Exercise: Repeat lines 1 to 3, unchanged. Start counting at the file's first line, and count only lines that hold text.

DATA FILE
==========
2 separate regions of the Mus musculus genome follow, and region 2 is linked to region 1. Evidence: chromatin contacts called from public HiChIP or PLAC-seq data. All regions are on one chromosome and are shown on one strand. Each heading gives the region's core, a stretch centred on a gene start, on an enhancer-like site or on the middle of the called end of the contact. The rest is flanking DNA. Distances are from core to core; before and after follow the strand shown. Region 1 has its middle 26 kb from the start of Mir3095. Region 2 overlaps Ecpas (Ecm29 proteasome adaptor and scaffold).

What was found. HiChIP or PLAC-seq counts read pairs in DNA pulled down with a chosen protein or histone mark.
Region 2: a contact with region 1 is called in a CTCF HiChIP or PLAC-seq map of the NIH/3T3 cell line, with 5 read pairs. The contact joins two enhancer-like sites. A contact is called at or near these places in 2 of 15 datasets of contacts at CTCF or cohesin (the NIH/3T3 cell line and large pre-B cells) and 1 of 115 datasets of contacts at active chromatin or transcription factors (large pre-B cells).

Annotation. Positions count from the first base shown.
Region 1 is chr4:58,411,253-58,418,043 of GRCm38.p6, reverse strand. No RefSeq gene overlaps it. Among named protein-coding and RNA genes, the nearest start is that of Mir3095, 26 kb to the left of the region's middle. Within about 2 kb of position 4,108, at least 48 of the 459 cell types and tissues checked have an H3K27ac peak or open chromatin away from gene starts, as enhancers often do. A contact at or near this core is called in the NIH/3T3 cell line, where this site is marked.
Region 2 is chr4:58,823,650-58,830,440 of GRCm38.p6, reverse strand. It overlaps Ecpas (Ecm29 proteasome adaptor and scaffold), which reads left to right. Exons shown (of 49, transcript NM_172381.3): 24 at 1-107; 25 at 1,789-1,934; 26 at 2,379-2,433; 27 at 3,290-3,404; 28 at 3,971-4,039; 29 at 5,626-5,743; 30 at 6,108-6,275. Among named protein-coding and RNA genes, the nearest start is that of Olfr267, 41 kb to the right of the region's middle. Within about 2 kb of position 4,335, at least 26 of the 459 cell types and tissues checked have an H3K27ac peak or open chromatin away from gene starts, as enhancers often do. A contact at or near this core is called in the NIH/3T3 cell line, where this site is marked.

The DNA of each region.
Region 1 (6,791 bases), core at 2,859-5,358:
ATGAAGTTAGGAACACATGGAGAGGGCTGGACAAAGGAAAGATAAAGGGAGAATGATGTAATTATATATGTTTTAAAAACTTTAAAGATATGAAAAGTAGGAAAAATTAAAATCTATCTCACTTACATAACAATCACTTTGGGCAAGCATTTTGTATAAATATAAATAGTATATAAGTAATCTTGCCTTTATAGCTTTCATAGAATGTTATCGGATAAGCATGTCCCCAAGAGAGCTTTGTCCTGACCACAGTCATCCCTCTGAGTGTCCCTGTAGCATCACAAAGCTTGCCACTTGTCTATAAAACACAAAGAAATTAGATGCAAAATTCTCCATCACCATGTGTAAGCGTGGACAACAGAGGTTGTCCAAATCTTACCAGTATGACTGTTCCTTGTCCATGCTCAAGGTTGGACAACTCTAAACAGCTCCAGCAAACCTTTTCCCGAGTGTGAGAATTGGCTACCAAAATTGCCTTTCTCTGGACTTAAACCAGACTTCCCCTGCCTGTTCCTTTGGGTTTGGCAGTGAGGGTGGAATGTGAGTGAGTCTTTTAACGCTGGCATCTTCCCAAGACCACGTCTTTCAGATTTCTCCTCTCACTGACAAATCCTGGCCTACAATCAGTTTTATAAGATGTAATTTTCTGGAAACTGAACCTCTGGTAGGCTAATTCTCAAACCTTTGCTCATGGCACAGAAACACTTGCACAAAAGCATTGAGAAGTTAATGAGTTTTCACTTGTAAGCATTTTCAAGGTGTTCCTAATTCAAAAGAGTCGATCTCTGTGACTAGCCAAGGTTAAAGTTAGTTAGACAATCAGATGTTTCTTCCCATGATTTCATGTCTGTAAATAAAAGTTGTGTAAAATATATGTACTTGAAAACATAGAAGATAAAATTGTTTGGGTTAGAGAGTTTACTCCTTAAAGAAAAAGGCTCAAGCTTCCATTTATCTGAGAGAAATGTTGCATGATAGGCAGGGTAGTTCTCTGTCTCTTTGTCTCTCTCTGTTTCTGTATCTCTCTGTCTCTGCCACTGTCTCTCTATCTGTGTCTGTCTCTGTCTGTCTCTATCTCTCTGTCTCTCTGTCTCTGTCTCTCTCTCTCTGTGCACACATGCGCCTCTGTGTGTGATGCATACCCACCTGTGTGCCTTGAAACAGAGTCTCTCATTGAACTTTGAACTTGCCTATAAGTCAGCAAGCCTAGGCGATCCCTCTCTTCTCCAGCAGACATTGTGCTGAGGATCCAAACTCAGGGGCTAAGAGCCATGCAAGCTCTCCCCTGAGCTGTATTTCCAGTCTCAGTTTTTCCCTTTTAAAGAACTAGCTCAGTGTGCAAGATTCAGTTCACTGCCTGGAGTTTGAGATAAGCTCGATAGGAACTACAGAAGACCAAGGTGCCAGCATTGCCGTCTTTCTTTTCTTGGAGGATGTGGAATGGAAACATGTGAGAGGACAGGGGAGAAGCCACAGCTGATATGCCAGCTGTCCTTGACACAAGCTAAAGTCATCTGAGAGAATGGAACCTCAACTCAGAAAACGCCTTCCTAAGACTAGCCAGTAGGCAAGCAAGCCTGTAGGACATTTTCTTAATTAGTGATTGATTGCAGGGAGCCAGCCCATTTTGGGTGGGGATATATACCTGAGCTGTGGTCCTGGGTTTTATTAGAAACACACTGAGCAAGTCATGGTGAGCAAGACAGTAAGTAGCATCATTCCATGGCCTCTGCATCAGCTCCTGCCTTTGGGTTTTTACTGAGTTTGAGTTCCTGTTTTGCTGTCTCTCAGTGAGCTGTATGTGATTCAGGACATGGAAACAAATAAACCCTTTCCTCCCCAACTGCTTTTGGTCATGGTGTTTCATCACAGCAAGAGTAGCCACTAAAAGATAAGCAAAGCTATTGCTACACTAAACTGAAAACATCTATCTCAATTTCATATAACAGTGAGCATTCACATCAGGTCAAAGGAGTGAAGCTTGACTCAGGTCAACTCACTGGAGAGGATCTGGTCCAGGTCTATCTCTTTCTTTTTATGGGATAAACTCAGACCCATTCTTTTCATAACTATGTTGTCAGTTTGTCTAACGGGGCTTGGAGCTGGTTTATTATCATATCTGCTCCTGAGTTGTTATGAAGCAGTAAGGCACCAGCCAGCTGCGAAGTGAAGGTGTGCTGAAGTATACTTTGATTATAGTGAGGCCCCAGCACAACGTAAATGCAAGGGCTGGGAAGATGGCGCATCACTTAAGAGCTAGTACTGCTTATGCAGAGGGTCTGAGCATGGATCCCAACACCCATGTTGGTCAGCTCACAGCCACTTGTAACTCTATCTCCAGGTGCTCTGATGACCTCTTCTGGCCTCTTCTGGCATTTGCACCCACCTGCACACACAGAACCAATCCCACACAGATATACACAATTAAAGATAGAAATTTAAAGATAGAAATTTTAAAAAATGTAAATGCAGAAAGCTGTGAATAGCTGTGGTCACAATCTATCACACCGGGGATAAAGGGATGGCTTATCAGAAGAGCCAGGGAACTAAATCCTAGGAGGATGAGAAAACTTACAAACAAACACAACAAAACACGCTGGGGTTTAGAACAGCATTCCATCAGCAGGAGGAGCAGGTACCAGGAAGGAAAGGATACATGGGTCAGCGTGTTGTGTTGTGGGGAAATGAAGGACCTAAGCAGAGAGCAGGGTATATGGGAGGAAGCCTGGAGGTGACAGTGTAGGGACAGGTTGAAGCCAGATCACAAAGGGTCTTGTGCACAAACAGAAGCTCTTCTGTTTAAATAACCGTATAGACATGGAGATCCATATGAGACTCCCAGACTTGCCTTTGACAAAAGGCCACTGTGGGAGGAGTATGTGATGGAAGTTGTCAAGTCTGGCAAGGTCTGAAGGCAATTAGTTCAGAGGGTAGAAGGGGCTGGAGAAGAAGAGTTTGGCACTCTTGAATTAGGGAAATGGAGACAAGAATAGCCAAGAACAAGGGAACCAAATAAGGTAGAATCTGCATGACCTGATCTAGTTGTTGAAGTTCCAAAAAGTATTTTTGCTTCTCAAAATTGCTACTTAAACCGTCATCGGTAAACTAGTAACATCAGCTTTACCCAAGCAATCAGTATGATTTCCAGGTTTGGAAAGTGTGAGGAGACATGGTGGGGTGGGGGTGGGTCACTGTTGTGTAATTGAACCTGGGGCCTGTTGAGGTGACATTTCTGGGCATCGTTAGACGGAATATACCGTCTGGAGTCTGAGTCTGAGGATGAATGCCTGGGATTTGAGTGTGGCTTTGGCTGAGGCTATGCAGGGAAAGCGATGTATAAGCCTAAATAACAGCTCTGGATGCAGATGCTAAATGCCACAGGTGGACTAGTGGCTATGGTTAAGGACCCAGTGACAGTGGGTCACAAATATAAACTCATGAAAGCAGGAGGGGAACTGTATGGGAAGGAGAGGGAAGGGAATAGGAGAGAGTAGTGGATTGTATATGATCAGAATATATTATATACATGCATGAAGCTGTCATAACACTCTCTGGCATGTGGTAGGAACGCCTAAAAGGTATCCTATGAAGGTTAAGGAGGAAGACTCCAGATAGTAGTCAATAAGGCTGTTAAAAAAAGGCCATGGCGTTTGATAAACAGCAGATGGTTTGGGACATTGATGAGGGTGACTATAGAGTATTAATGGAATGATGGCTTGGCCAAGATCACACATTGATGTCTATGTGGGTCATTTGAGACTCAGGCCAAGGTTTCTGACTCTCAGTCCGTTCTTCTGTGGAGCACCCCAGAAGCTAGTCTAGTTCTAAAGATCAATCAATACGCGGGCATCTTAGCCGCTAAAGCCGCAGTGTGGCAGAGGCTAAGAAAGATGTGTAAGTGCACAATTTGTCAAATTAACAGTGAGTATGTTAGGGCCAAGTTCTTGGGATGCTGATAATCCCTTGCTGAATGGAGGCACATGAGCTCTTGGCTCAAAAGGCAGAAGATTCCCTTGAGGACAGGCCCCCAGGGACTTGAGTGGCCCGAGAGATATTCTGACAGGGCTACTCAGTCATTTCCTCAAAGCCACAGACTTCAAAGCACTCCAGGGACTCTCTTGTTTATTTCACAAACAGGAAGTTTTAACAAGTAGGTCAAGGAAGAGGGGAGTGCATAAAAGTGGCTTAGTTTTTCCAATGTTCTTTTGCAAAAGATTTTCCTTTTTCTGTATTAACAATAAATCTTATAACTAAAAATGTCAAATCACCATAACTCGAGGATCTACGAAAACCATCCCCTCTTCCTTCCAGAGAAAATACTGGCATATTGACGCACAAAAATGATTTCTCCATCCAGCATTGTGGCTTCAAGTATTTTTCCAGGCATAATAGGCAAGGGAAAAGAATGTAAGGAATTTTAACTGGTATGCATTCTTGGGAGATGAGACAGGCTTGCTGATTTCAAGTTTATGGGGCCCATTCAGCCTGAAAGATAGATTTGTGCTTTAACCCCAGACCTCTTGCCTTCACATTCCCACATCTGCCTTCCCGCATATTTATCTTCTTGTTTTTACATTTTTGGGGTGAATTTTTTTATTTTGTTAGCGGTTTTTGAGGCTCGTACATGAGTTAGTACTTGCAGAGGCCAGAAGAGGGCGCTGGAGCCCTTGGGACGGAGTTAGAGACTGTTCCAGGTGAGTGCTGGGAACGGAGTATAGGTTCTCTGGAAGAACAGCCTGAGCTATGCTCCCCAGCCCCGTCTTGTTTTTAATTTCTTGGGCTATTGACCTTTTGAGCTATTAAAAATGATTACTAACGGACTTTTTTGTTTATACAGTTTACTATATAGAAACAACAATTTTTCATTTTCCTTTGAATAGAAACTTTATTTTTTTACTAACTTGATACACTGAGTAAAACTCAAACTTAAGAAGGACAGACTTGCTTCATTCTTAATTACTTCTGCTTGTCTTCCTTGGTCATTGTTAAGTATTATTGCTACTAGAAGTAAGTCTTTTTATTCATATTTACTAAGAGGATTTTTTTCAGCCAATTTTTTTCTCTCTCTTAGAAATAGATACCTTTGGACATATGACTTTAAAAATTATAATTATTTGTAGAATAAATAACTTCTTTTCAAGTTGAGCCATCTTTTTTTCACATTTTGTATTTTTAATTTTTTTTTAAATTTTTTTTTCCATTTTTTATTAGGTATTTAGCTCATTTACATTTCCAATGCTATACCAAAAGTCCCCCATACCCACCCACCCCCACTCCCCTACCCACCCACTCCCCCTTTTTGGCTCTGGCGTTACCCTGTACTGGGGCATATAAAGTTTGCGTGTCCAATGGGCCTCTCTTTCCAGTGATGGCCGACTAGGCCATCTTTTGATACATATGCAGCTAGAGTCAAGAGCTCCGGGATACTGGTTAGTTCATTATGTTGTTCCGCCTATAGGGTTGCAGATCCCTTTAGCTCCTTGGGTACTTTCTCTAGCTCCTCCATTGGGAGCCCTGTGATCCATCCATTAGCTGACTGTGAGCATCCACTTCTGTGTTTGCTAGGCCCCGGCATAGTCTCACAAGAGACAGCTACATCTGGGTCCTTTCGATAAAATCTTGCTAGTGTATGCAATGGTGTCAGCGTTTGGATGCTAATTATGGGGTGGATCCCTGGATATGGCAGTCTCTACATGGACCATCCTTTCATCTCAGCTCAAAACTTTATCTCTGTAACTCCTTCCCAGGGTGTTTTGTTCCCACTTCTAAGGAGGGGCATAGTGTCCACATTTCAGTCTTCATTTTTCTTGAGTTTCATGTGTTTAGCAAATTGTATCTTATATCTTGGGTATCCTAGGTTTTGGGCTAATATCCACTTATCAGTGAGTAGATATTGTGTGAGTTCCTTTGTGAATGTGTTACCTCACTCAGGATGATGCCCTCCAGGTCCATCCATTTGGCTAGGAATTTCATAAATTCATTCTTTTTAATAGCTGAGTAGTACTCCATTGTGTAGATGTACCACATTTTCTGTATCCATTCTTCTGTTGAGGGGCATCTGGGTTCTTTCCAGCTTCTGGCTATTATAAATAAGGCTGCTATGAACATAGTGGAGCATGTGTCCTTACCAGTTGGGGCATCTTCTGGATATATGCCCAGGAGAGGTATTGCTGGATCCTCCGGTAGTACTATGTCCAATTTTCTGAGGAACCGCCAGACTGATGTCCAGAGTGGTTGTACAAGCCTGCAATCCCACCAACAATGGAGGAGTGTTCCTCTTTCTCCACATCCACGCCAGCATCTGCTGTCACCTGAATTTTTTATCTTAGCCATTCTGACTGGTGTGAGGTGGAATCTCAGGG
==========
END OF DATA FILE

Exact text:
2 separate regions of the Mus musculus genome follow, and region 2 is linked to region 1. Evidence: chromatin contacts called from public HiChIP or PLAC-seq data. All regions are on one chromosome and are shown on one strand. Each heading gives the region's core, a stretch centred on a gene start, on an enhancer-like site or on the middle of the called end of the contact. The rest is flanking DNA. Distances are from core to core; before and after follow the strand shown. Region 1 has its middle 26 kb from the start of Mir3095. Region 2 overlaps Ecpas (Ecm29 proteasome adaptor and scaffold).

What was found. HiChIP or PLAC-seq counts read pairs in DNA pulled down with a chosen protein or histone mark.
Region 2: a contact with region 1 is called in a CTCF HiChIP or PLAC-seq map of the NIH/3T3 cell line, with 5 read pairs. The contact joins two enhancer-like sites. A contact is called at or near these places in 2 of 15 datasets of contacts at CTCF or cohesin (the NIH/3T3 cell line and large pre-B cells) and 1 of 115 datasets of contacts at active chromatin or transcription factors (large pre-B cells).